ShareThis Page

Hampton outlasts Keystone Oaks to advance in WPIAL playoffs

Chris Harlan
| Monday, May 12, 2014, 10:27 p.m.
Hampton's Ben Vey pitches during the seventh inning of a WPIAL Class AAA playoff game against Keystone Oaks on Monday, May 12, 2014, at North Allegheny. Vey pitched a complete game in the Talbots' 4-1 victory.
Christopher Horner | Tribune-Review
Hampton's Ben Vey pitches during the seventh inning of a WPIAL Class AAA playoff game against Keystone Oaks on Monday, May 12, 2014, at North Allegheny. Vey pitched a complete game in the Talbots' 4-1 victory.

Hampton pitcher Ben Vey quickly understood Keystone Oaks' make-him-throw-strikes strategy when the first batter walked on four pitches.

His team had the same plan.

“I knew it was going to be a pitchers' battle,” said Vey, who scattered six hits and struck out 10 for Hampton in a 4-1 first-round victory Monday afternoon in the WPIAL Class AAA playoffs. “That's really the thing with anyone. Make them throw strikes.”

At times, Keystone Oaks' Taylor Lehman had trouble with Hampton's patience.

The left-handed Penn State recruit threw three pitches past his catcher in a tough second inning, when No. 3 seed Hampton (12-7) scored three of its four runs.

With Hampton forcing long at bats, Lehman threw 35 pitches in the second. Hampton's Tyler Merigliano reached base after a six-pitch at-bat. Charlie Winek reached after eight.

“There were some great at bats,” Hampton coach Gary Wilson said. “We've talked about that all year. You just hope it happens. Sometimes it does, and sometimes it doesn't. But tonight, we had quite a few of those.”

Lehman allowed four hits and struck out seven but also walked six in six innings.

“You've got to make him throw pitches and tire him out,” said Vey, who also called Lehman a “fantastic pitcher.”

No. 14 Keystone Oaks (9-8) tried the same with Vey. After two innings, Vey had thrown 39 pitches. But he also had four strikeouts.

“They had a lot of patience,” Vey said. “They made me throw a lot of pitches. I finished with 118. That's my second-highest this year. They have a good eye.”

In a game that started with a two-hour rain delay, patience was key. Hampton will face Thomas Jefferson or Knoch in the WPIAL quarterfinals.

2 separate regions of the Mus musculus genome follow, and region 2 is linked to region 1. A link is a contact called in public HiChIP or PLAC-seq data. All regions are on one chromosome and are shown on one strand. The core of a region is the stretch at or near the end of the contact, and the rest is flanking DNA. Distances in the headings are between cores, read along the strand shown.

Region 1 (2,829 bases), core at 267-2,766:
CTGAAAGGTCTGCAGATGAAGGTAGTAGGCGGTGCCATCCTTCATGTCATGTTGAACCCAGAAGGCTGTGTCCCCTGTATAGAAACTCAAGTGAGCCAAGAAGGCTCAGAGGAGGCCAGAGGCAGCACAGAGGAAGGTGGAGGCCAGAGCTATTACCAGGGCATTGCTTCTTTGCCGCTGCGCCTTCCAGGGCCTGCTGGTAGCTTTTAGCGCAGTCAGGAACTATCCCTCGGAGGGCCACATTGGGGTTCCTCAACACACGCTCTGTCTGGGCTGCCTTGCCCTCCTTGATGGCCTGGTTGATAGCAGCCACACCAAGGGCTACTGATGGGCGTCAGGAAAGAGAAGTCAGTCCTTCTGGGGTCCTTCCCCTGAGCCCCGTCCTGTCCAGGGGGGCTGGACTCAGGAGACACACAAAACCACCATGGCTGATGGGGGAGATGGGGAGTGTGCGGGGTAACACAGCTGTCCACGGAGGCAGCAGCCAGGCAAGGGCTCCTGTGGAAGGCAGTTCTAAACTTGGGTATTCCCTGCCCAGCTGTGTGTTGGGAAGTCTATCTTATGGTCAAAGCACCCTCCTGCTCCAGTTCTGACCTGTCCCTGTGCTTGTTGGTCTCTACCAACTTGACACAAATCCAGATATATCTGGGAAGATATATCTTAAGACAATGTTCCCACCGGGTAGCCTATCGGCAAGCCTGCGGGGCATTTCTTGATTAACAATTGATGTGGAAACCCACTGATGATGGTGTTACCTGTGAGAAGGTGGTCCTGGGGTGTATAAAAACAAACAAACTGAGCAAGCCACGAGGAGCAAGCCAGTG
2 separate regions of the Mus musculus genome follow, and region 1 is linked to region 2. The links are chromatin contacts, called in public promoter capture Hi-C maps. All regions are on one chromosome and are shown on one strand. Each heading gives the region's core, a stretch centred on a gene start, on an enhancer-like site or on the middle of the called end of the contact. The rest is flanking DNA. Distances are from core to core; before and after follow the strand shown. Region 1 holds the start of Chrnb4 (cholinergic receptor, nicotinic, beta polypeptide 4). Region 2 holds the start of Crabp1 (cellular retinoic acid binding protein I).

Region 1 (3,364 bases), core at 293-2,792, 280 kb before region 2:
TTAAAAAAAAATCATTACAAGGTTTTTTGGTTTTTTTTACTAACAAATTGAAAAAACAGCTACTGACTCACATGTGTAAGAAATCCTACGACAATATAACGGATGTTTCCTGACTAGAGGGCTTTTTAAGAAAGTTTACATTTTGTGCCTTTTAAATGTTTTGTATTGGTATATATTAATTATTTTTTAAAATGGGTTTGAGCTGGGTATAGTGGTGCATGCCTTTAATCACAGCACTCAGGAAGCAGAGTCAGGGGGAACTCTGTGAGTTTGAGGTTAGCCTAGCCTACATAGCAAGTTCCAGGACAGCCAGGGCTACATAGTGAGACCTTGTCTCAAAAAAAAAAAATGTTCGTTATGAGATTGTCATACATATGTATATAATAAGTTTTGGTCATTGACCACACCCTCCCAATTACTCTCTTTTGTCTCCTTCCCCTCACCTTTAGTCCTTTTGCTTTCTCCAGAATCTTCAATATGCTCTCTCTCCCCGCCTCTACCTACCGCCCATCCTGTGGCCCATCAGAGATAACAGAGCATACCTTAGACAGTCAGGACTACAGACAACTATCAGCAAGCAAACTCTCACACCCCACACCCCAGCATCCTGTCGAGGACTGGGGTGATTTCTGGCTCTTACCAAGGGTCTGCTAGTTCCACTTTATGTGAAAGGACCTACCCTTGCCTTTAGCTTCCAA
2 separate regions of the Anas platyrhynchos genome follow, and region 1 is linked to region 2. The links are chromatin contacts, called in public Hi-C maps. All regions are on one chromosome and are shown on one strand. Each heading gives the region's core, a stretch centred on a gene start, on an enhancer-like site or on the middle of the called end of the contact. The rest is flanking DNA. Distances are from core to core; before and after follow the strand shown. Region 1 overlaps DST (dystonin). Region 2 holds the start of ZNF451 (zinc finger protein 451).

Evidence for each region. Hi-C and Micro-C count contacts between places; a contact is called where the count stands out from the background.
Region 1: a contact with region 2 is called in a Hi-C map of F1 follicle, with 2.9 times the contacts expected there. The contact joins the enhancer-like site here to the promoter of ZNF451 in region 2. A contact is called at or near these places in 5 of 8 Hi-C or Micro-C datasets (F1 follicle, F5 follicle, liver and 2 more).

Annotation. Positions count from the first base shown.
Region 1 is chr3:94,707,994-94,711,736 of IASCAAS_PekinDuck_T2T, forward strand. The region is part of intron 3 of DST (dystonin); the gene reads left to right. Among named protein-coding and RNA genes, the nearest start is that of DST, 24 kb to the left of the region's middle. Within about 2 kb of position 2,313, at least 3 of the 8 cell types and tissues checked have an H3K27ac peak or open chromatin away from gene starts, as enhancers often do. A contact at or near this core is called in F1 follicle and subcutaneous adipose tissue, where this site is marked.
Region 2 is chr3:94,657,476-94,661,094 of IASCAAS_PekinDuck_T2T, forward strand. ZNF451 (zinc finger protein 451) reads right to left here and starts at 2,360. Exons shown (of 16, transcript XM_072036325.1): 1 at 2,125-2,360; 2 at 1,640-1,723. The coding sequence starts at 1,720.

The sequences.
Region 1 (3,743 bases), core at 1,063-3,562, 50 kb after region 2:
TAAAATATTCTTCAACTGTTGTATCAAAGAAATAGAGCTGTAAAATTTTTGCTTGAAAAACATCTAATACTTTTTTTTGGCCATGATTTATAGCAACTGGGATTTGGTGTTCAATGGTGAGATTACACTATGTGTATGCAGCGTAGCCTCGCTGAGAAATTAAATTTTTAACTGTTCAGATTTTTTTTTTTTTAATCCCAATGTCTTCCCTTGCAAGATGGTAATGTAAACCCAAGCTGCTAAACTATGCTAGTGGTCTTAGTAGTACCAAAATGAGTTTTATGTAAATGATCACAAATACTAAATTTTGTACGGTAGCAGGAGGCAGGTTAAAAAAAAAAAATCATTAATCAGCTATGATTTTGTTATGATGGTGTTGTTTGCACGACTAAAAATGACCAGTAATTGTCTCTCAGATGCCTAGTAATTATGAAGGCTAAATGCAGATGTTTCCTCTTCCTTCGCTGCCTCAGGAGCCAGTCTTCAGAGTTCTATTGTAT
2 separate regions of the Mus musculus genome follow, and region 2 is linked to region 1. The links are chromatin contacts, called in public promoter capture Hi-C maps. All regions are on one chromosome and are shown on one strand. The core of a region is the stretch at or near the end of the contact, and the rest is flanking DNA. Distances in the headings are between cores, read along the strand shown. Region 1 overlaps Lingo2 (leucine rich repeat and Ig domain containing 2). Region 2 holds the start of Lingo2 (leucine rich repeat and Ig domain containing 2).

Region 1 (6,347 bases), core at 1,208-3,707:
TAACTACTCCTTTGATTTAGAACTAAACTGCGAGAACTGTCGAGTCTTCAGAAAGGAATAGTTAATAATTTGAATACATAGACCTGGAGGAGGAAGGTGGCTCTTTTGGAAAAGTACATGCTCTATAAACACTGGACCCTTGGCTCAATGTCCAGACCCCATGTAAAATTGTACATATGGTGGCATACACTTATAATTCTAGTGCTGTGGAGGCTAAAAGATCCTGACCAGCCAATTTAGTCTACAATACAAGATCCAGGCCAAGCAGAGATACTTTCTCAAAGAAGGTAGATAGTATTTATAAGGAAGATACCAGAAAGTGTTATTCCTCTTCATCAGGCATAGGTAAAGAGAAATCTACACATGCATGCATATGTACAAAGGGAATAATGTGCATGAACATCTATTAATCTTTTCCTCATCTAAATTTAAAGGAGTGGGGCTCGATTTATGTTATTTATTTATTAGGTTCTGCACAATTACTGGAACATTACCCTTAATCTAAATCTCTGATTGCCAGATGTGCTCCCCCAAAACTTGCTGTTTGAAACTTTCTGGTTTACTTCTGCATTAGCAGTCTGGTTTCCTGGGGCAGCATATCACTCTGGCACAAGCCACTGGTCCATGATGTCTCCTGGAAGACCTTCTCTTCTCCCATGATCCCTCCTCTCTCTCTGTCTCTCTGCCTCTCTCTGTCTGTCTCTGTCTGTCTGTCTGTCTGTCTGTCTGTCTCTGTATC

For Hampton, the win eased memories from last season's first-round exit. The Talbots were seeded No. 3 then as well.

“Every day you've got to play like your last, and we didn't do that last year,” Vey said.

A leadoff bunt single by Zach Staszak started Hampton's three-run second inning. A one-out double to left by Merigliano scored Staszak. Merigliano scored when Winek reached base after an infield error. Winek stole second and third, and then scored on a wild pitch to lead 3-0.

Hampton added another run in the fourth when Luke Nugent walked and later scored on a sacrifice fly by Staszak.

Keystone Oaks scored its only run in the fourth. Kevin Tunney singled, reached third on Ryan Roell's double and scored when Vey's pickoff throw reached center field.

Chris Harlan is a staff writer for Trib Total Media. Reach him at or via Twitter @CHarlan_Trib.

TribLIVE commenting policy

You are solely responsible for your comments and by using you agree to our Terms of Service.

We moderate comments. Our goal is to provide substantive commentary for a general readership. By screening submissions, we provide a space where readers can share intelligent and informed commentary that enhances the quality of our news and information.

While most comments will be posted if they are on-topic and not abusive, moderating decisions are subjective. We will make them as carefully and consistently as we can. Because of the volume of reader comments, we cannot review individual moderation decisions with readers.

We value thoughtful comments representing a range of views that make their point quickly and politely. We make an effort to protect discussions from repeated comments either by the same reader or different readers

We follow the same standards for taste as the daily newspaper. A few things we won't tolerate: personal attacks, obscenity, vulgarity, profanity (including expletives and letters followed by dashes), commercial promotion, impersonations, incoherence, proselytizing and SHOUTING. Don't include URLs to Web sites.

We do not edit comments. They are either approved or deleted. We reserve the right to edit a comment that is quoted or excerpted in an article. In this case, we may fix spelling and punctuation.

We welcome strong opinions and criticism of our work, but we don't want comments to become bogged down with discussions of our policies and we will moderate accordingly.

We appreciate it when readers and people quoted in articles or blog posts point out errors of fact or emphasis and will investigate all assertions. But these suggestions should be sent via e-mail. To avoid distracting other readers, we won't publish comments that suggest a correction. Instead, corrections will be made in a blog post or in an article.